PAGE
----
Lost in the bush

We’d all had a nice picnic lunch and a rest but grot boy wasn’t quite ready to get back on his bicycle when Ccino asked, “Can we go and play?”

“You’re not to go out of our sight,” I replied.

Getting lost-JBBut just then Ccino saw some mushrooms and, knowing that grot boy loved fresh mushrooms for breakfast, he pounced on the opportunit. “We’ll just go a little way so we can pick lots of mushrooms for grot boy,” he announced as they disappeared into the bush.

When they hadn’t returned after half an hour, I became very worried. And while Mr Grot pretended not to be too concerned, I could tell by the way he marched off in a hurry to search for them that he was just as anxious.

We had only been searching for a few minutes when I heard a soft cry from one of the trees, “Yu hu! Help! We’re over here.” Looking up, we saw Dwight perched in the fork of a tree waving and calling to catch our attention.

Lost in bush_Dwight lookoutAs soon as the other teddies heard us coming there was a great commotion as they all told us at once –

“Thank goodness, you found us.”

“We won’t ever go off into the bush on our own again.”

“It was very, very frightening.”

“There didn’t seem to be anything to eat.”

“Hephie had to stomp on a big snake. I’m sure it was going to bite me.

“Ccino cried.”

“No I didn’t!”

After lots of big, squishy cuddles and a few tears (mine) the teddies calmed down and we found out what had happened.

“I kept seeing new patches of mushrooms, “ Ccino explained “but then we forgot which direction we’d come from. Then Hephie had to save me from a nasty hissing snake.”

Dwight turned out to be the most sensible. “I said one of us should climb a tree and watch out – I knew you would come looking for us eventually,” she told us.

“Hephie tried to climb up one tree but he was too big and the tree fell over. Then Ccino tried but he couldn’t get off the ground because the branches were too high. Bobby just sat there; he doesn’t even now how to climb trees.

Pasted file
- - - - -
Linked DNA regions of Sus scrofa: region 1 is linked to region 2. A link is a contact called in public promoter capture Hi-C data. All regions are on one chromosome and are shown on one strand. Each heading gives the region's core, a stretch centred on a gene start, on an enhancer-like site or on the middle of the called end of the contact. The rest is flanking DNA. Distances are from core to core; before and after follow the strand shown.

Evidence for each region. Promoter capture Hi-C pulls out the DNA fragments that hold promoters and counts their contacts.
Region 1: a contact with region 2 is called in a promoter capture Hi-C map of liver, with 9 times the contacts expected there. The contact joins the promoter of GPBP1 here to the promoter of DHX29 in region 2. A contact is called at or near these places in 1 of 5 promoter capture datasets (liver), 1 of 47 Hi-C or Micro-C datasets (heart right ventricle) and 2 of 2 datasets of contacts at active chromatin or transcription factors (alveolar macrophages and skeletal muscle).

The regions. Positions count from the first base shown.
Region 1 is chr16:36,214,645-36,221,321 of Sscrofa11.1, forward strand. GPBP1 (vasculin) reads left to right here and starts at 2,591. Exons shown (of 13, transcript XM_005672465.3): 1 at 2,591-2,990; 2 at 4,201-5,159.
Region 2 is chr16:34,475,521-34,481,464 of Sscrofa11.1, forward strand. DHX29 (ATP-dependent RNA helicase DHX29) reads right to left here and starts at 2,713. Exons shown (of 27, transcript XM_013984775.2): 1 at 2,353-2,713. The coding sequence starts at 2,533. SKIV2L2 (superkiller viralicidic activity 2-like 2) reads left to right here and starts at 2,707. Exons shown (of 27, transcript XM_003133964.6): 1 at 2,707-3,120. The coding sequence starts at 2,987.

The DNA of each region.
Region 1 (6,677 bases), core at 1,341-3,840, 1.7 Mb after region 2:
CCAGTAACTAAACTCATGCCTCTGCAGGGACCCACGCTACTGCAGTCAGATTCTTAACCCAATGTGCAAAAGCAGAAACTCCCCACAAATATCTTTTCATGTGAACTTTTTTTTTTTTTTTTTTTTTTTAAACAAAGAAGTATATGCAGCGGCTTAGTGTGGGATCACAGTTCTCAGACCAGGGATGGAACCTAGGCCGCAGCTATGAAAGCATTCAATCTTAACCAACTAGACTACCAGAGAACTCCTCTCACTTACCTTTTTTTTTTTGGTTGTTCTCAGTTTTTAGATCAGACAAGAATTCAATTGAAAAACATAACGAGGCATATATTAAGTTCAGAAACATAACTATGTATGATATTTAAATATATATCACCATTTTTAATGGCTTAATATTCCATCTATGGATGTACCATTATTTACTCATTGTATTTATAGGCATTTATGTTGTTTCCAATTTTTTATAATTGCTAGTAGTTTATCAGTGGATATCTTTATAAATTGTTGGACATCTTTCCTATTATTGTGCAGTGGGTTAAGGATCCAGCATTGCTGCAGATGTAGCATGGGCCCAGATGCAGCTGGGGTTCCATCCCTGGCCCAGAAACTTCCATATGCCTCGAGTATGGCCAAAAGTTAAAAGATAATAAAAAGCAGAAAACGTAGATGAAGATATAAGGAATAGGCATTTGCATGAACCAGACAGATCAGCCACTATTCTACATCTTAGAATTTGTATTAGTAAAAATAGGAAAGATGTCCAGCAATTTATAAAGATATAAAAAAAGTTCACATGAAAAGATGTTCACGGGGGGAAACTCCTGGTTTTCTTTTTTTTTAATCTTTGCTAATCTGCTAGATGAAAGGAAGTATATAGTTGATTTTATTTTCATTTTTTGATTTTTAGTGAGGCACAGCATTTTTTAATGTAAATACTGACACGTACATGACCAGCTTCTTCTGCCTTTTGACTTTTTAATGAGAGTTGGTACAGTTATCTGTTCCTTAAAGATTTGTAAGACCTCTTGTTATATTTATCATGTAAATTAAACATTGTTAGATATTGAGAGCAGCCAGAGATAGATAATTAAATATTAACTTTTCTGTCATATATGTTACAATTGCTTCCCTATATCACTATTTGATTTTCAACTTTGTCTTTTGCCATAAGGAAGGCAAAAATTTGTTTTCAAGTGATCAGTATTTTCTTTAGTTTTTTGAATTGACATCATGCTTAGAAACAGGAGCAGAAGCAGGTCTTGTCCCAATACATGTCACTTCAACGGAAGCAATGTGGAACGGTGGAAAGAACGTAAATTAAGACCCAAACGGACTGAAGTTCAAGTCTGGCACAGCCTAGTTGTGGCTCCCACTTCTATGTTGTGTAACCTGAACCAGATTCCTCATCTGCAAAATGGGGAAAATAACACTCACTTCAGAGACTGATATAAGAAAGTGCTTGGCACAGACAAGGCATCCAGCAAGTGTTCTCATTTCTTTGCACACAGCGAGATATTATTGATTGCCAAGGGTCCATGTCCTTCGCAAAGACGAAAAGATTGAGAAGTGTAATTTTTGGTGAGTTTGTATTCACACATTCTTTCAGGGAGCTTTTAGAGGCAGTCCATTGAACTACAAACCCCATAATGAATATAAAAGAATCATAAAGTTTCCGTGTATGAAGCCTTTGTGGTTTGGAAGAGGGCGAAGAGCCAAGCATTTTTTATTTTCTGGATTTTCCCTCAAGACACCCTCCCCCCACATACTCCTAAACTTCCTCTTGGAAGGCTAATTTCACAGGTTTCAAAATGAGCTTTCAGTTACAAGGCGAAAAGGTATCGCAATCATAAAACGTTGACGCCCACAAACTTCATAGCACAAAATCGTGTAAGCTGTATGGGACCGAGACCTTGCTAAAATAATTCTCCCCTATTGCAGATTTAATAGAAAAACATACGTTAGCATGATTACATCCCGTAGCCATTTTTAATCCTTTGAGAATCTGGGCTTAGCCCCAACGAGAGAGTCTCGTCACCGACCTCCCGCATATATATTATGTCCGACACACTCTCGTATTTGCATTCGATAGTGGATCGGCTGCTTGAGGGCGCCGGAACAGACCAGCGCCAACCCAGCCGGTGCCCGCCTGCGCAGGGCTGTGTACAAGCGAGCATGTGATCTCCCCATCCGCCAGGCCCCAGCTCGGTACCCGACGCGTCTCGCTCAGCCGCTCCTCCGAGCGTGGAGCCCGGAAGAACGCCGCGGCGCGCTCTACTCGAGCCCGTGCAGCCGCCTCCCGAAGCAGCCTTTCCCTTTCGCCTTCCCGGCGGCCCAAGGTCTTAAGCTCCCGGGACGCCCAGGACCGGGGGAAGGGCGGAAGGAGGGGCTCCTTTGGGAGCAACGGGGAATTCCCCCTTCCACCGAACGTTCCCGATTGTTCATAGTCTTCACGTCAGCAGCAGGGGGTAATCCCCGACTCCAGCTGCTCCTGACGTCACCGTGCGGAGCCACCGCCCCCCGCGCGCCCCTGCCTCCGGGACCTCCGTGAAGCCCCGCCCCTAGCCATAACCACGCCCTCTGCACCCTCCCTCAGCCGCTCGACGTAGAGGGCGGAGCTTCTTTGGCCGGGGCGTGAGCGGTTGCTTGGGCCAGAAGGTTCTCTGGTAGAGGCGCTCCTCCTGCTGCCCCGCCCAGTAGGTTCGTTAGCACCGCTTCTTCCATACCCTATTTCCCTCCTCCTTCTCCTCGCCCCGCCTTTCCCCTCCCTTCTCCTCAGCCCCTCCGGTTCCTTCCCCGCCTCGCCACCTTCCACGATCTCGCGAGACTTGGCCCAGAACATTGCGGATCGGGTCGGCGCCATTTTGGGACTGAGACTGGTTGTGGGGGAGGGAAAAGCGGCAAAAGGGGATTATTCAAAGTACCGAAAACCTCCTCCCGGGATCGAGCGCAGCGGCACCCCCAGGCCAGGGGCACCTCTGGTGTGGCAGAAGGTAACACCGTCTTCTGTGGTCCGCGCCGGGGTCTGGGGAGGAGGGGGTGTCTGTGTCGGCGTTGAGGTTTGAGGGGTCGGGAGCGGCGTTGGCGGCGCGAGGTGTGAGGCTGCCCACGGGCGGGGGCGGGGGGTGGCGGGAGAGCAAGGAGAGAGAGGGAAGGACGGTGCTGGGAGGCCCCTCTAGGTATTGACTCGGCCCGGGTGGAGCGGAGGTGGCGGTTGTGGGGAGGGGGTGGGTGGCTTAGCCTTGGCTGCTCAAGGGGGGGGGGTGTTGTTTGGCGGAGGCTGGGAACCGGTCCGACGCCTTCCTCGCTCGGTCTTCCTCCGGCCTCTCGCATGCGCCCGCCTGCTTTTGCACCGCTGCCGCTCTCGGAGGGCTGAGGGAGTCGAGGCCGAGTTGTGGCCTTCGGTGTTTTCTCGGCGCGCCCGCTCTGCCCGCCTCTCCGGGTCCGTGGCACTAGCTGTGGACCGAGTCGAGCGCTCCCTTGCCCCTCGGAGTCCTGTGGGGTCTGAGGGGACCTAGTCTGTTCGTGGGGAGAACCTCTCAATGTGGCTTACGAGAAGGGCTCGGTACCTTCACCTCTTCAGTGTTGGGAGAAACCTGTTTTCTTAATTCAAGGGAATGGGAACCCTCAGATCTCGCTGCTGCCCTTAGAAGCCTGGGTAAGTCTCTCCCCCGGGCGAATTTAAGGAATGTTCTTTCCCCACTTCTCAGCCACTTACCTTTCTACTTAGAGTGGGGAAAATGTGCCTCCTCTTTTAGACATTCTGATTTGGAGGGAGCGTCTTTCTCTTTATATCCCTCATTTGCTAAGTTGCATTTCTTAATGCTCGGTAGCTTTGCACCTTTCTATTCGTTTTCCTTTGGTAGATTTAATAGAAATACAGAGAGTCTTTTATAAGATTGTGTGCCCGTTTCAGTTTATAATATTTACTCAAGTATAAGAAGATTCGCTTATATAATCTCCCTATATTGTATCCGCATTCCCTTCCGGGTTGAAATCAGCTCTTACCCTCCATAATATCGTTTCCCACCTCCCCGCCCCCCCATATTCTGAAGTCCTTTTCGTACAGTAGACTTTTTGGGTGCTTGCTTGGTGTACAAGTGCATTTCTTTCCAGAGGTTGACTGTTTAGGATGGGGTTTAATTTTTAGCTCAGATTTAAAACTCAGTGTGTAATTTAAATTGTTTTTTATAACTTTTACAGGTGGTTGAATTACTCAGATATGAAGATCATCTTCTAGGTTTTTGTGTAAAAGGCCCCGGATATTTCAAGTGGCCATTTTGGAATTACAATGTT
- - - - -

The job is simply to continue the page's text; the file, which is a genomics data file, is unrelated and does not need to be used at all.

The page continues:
“So I had to go up the tree myself – besides, girls are better at climbing trees anyway!”

© teddybearlife.com, 2014

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Winter has arrived

Winter has arrived (in Sydney) and we’re finding it more and more difficult to get the teddies out of bed in the morning. During the week, when grot boy and I go off to work, we don’t have time to coax and plead and beg.

So at first we tried the usual bribes – chocolate for Bobby, wine for Ccino and a new outfit for Dwight. When these didn’t work, we tried setting the heater so that the bedroom would be almost hot by the time the bears should be getting up. Even that didn’t work.

Bears hibernating“Remember, bears are hibernating animals,” Teddy reminded us. “We know it’s winter and putting on the heater doesn’t trick us.”

Grot boy – being a boy – had a typical boy solution, which was the least effort option. “Since the teddies don’t have to go to work, why don’t we just let them stay in bed all day?” he asked.

And as I was getting to work later and later each day from spending more and more time getting the teddies up, I gave in. “I suppose it doesn’t really matter. Just don’t tell anyone or they’ll think we’re negligent,” I succumbed

That night, we discovered that it did matter. I pulled back the sheets ready to jump into bed when I noticed it was littered with toast and chocolate crumbs. Teddies might like to hibernate, but Bobby still likes his food and needs to eat frequently. During the day they’d raided the kitchen, taking their snacks back to bed.

“I can’t face three months of the teddies hibernating and coming home to a bed that looks like a picnic rug after a children’s party,” I told grot boy over dinner. “We have to find another solution.”

Hephie, who was the only one who’d joined us at the table since he doesn’t hibernate became excited, “ I know! I know! We should all go to deepest darkest Africa (DDA) where I come from. DDA is always sunny and warm and the teddies will think it’s summer again.”

And so it was decided.

But first we had to get our immunisations – injections for yellow fever, typhus, and all types of hepatitis, as well as tablets for malaria – for three teddies, one hephalump and two grown ups.

A house call by the doctor was the only solution for the hibernating teddies. Thank goodness we made the doctor come to us! It meant my melodramatic fainting and squeals of pain remained a private, family affair.

© teddybearlife.com, 2014